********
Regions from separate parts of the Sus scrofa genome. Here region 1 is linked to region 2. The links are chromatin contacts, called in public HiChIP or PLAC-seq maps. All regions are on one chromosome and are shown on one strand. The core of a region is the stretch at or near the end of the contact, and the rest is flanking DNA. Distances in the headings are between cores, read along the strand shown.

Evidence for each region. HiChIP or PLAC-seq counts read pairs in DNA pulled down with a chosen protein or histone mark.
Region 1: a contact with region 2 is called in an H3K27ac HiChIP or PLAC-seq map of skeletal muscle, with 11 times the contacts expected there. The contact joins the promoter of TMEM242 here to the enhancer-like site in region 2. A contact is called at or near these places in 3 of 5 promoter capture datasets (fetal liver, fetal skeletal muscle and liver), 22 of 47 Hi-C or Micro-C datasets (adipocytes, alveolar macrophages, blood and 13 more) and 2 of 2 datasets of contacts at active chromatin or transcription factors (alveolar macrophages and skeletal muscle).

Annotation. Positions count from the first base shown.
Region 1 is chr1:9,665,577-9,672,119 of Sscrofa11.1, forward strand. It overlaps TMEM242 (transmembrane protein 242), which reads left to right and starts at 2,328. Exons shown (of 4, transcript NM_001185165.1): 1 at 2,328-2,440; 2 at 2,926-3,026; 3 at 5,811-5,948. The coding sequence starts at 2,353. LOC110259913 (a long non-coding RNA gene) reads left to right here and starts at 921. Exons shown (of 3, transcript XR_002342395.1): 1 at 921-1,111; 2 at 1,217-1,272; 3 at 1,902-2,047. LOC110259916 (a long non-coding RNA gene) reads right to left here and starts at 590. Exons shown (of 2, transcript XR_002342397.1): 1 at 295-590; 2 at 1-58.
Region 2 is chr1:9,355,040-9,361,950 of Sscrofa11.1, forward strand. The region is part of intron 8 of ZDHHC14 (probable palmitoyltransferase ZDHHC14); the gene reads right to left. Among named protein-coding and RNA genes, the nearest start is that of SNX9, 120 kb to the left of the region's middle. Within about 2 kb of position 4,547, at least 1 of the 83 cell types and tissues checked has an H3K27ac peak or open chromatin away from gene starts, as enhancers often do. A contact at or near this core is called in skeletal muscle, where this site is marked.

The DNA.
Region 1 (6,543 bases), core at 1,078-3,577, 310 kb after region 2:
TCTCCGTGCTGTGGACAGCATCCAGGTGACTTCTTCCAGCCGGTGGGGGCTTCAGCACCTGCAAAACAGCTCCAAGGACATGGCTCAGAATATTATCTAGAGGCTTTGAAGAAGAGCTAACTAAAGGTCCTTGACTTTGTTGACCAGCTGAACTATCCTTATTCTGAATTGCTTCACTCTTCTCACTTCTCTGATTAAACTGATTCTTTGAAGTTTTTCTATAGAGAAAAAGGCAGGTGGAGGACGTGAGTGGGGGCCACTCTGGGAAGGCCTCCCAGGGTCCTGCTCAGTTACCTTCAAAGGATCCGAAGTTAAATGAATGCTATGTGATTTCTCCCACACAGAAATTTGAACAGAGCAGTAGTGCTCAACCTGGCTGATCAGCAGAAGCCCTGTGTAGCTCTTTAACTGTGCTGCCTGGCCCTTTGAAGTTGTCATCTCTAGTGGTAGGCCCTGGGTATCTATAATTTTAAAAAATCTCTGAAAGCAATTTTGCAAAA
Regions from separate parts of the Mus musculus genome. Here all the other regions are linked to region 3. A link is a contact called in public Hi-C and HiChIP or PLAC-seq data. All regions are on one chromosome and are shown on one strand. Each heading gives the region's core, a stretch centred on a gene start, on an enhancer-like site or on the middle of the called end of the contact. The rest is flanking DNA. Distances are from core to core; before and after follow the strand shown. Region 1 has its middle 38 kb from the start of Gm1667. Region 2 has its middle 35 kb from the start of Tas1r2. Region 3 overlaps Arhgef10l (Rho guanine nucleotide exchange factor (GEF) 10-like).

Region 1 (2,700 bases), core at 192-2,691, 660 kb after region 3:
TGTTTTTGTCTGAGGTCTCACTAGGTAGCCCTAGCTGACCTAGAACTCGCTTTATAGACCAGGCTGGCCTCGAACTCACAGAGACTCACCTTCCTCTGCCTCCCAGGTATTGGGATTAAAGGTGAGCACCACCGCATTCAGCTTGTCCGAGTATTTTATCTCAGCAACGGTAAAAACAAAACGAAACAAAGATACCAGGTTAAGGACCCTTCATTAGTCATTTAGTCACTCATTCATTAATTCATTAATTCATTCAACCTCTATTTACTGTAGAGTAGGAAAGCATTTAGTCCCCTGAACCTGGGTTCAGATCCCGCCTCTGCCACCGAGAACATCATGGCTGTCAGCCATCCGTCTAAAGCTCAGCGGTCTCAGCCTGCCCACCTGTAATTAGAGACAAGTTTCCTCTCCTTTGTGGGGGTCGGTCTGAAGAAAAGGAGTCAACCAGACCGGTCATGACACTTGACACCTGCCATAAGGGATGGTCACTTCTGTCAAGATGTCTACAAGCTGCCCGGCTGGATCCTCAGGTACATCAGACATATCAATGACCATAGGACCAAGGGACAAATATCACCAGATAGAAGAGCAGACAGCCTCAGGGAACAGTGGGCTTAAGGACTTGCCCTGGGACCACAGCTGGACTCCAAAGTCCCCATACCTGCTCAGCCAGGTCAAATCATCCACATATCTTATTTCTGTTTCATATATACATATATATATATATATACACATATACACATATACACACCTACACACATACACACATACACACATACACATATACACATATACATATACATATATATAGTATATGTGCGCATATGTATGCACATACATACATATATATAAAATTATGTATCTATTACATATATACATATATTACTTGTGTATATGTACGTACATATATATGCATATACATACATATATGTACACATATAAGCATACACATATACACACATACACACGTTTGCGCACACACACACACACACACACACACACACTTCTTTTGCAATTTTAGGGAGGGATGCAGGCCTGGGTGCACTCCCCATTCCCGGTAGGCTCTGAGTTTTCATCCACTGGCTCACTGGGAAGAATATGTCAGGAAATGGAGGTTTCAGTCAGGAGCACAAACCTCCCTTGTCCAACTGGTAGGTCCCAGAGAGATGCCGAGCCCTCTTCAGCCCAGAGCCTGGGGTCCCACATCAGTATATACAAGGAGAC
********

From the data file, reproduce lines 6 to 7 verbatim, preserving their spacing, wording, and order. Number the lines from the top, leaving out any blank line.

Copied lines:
Region 2 is chr1:9,355,040-9,361,950 of Sscrofa11.1, forward strand. The region is part of intron 8 of ZDHHC14 (probable palmitoyltransferase ZDHHC14); the gene reads right to left. Among named protein-coding and RNA genes, the nearest start is that of SNX9, 120 kb to the left of the region's middle. Within about 2 kb of position 4,547, at least 1 of the 83 cell types and tissues checked has an H3K27ac peak or open chromatin away from gene starts, as enhancers often do. A contact at or near this core is called in skeletal muscle, where this site is marked.

The DNA.